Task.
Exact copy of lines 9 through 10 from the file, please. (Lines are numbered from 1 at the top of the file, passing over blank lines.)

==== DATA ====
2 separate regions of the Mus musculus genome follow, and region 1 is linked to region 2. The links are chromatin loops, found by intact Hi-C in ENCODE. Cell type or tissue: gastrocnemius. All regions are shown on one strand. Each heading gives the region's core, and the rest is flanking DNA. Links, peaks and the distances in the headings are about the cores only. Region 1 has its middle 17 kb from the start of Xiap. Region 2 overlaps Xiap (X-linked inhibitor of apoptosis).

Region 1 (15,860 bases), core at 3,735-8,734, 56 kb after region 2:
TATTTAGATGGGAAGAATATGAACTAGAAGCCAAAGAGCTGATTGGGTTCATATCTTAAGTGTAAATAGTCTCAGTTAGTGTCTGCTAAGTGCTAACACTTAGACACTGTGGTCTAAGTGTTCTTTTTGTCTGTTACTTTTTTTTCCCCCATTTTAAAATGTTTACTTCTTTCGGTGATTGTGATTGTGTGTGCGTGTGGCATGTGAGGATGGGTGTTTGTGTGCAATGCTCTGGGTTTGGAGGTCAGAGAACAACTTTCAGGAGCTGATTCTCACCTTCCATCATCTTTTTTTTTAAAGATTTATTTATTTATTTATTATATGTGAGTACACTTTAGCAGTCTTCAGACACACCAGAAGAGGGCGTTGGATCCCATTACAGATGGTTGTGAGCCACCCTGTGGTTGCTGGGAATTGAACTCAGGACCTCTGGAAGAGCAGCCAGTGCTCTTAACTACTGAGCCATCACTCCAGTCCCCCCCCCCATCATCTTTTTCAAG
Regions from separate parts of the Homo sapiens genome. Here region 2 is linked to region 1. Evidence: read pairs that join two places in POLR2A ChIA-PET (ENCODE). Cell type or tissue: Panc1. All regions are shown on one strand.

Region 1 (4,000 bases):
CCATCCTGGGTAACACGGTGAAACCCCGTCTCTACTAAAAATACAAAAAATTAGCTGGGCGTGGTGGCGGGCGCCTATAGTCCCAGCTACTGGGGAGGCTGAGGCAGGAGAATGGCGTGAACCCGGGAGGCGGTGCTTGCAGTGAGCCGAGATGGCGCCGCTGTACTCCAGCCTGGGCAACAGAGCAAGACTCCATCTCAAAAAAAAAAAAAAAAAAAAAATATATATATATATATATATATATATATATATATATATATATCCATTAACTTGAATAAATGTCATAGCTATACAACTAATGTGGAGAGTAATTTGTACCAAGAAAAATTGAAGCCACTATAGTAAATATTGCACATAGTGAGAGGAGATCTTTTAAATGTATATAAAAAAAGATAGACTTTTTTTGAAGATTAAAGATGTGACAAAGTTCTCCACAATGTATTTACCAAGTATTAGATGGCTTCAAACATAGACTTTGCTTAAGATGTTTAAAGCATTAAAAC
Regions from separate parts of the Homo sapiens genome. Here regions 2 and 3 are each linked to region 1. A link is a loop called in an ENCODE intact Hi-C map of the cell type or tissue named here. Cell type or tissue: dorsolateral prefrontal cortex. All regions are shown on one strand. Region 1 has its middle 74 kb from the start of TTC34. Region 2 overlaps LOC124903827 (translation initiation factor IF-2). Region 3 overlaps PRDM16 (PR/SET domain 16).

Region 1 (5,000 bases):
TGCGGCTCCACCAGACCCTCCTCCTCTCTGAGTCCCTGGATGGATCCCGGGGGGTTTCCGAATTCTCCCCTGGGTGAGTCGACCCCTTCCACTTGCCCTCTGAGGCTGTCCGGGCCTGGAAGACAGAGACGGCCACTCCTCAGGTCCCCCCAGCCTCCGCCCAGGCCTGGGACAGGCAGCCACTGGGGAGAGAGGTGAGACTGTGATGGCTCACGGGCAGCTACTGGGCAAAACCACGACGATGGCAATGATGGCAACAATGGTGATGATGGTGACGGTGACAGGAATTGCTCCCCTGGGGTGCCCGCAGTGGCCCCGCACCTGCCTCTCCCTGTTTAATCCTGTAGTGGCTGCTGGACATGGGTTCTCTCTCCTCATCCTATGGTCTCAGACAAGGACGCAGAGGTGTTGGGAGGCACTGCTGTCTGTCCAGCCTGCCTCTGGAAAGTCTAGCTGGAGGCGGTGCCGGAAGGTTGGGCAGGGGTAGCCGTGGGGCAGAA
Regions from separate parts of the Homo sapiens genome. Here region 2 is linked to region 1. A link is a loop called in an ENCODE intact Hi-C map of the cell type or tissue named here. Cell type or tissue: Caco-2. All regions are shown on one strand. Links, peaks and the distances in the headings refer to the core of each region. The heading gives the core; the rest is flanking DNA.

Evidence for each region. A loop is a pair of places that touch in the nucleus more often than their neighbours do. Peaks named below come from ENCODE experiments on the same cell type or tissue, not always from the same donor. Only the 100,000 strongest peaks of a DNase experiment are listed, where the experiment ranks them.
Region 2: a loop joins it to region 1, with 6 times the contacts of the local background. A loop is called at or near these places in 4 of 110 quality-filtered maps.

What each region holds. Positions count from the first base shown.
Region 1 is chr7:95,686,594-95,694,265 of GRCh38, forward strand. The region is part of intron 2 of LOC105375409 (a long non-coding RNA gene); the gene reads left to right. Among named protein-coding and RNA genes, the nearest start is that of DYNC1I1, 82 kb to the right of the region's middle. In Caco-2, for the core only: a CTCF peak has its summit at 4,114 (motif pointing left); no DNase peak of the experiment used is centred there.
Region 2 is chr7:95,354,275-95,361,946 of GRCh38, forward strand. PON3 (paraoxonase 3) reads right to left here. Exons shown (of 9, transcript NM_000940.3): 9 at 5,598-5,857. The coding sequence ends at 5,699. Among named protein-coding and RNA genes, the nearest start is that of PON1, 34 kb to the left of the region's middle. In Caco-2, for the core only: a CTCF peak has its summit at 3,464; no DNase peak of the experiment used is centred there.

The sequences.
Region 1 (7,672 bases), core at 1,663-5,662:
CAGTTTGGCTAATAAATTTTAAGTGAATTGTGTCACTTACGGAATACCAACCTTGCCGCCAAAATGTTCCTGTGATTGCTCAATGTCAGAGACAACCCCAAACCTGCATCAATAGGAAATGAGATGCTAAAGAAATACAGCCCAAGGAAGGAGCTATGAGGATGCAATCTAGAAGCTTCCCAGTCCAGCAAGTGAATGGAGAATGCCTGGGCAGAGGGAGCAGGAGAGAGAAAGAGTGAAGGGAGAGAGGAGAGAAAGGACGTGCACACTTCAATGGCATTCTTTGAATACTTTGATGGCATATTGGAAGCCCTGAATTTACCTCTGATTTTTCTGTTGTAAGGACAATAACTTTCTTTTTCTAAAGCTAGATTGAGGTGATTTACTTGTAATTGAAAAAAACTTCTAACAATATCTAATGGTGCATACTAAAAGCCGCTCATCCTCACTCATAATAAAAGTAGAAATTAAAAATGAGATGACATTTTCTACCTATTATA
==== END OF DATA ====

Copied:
TGCGGCTCCACCAGACCCTCCTCCTCTCTGAGTCCCTGGATGGATCCCGGGGGGTTTCCGAATTCTCCCCTGGGTGAGTCGACCCCTTCCACTTGCCCTCTGAGGCTGTCCGGGCCTGGAAGACAGAGACGGCCACTCCTCAGGTCCCCCCAGCCTCCGCCCAGGCCTGGGACAGGCAGCCACTGGGGAGAGAGGTGAGACTGTGATGGCTCACGGGCAGCTACTGGGCAAAACCACGACGATGGCAATGATGGCAACAATGGTGATGATGGTGACGGTGACAGGAATTGCTCCCCTGGGGTGCCCGCAGTGGCCCCGCACCTGCCTCTCCCTGTTTAATCCTGTAGTGGCTGCTGGACATGGGTTCTCTCTCCTCATCCTATGGTCTCAGACAAGGACGCAGAGGTGTTGGGAGGCACTGCTGTCTGTCCAGCCTGCCTCTGGAAAGTCTAGCTGGAGGCGGTGCCGGAAGGTTGGGCAGGGGTAGCCGTGGGGCAGAA
Regions from separate parts of the Homo sapiens genome. Here region 2 is linked to region 1. A link is a loop called in an ENCODE intact Hi-C map of the cell type or tissue named here. Cell type or tissue: Caco-2. All regions are shown on one strand. Links, peaks and the distances in the headings refer to the core of each region. The heading gives the core; the rest is flanking DNA.